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Old 11-17-2016, 02:45 PM
 
Location: Winterville
181 posts, read 215,274 times
Reputation: 61
Quote:
Originally Posted by michealbond View Post
Dr. Wickstrom, I'm not sure how you're planning on biking to RPN or where you're biking from, but I can think of only two ways to get there from the main city limits. Up 264 to 33 to Mumford or up Greene Street to Mumford. It seems that a 264 trip would be awfully dangerous, and that would leave the Greene Street route(which is already a downtown route). A pedestrian bridge through a renovated Town Common into RPN seems like a better, safer route to take if you're in the city limits of Greenville.
Hadn't planned the route until you said something but I would just take Dickenson to Greene. I'm over by South Central High School. You're right Greene is already down town so having another bridge right next to it wouldn't really do much but save me... maybe a mile at most. It would be cool to bike over the water but hardly worth $20 million as far as the time savings is concerned.

I'm personally more fore spending money on function things that make everyday living better not just trying to build an "icon" that will eventually fade and be ignored by the vast majority of the population. I mean is there anyone here who really feels safe on the roads here? I doubt it and I certainly doubt that any cyclist, like myself enjoys commuting on bike. I've been called all kinds of names riding my bike, cussed at, cut off, flipped off etc.

Lots of cities have parks and bridges or icons but people don't move there for those. They come for work and stay for the people and the community. I know I'm a yankee but it may do good for the more rooted locals to know that I have yet to meet a single person that felt welcome to this town or that wanted to stay because of the people. Most of the locals I've talked to about this feel the same way. So while having a cool park or a nice bridge may make for a few nice weekend activities, in my opinion it will not create a happier resident the way better infrastructure and less taxes would.

Finding ways to improving everyday life seems like a better investment than a new "toy". We need to change the way the community lives and interacts with each other. I'm not sure a park or bridge will do that. Sorry for the rant, just wanted to put my two cents out there.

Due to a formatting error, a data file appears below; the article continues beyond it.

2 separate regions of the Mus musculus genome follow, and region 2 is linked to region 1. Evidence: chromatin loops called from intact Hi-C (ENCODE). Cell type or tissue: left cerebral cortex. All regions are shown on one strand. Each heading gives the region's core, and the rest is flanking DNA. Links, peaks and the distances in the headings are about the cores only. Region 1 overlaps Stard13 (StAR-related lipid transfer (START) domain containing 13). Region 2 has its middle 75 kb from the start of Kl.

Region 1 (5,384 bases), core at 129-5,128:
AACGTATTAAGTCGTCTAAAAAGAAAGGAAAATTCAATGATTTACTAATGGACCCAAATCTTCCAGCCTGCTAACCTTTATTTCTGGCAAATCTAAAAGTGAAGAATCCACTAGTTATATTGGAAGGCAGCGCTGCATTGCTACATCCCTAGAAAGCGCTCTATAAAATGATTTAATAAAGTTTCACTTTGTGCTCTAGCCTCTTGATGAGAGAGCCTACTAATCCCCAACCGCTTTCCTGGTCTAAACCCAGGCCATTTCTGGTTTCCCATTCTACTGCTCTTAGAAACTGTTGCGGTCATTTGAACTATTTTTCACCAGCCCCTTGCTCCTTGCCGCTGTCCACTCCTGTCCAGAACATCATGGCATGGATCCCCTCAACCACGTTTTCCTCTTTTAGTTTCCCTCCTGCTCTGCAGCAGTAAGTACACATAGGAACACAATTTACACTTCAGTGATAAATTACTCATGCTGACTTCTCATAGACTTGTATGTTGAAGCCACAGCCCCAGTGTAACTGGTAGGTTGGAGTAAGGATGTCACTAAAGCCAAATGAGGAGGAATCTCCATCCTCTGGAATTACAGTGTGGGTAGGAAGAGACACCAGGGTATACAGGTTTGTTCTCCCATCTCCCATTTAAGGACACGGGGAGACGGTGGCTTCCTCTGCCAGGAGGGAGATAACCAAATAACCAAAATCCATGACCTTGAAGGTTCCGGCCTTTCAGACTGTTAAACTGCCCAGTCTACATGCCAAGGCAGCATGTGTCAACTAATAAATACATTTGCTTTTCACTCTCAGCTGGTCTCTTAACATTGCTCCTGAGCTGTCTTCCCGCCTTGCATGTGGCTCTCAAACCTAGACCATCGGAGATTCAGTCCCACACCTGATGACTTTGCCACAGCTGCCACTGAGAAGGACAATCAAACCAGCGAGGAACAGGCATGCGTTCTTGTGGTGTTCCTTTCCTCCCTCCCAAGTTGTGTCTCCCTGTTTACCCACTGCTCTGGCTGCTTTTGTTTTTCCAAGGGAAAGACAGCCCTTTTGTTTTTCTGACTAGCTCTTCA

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Old 11-17-2016, 03:41 PM
 
Location: Greenville, NC
1,069 posts, read 986,823 times
Reputation: 591
Quote:
Originally Posted by Dr Bret Wickstrom View Post
I'm personally more fore spending money on function things that make everyday living better not just trying to build an "icon" that will eventually fade and be ignored by the vast majority of the population. I mean is there anyone here who really feels safe on the roads here? I doubt it and I certainly doubt that any cyclist, like myself enjoys commuting on bike. I've been called all kinds of names riding my bike, cussed at, cut off, flipped off etc.
Commuting to work on a bicycle seems like a circle of hell to me but to each their own.
You (not you specifically, but militant cyclists) get flipped off and yelled at because you (again, not) slow down everyone in a car. People who are on a bicycle because they legitimately have no other means of transportation seem to try to stay out of everyone's way while the ones on a $5000 bicycle try to prove a point.

I actually agree with the rest of your post. I mean it when I say I'd rather see bike lanes everywhere. It is for the greater good. It makes cycling safer and makes it less frustrating for those of us in cars. The old Greene Street truss span should have been put across the river instead of that creeek 10 years ago if this is what they wanted to do instead.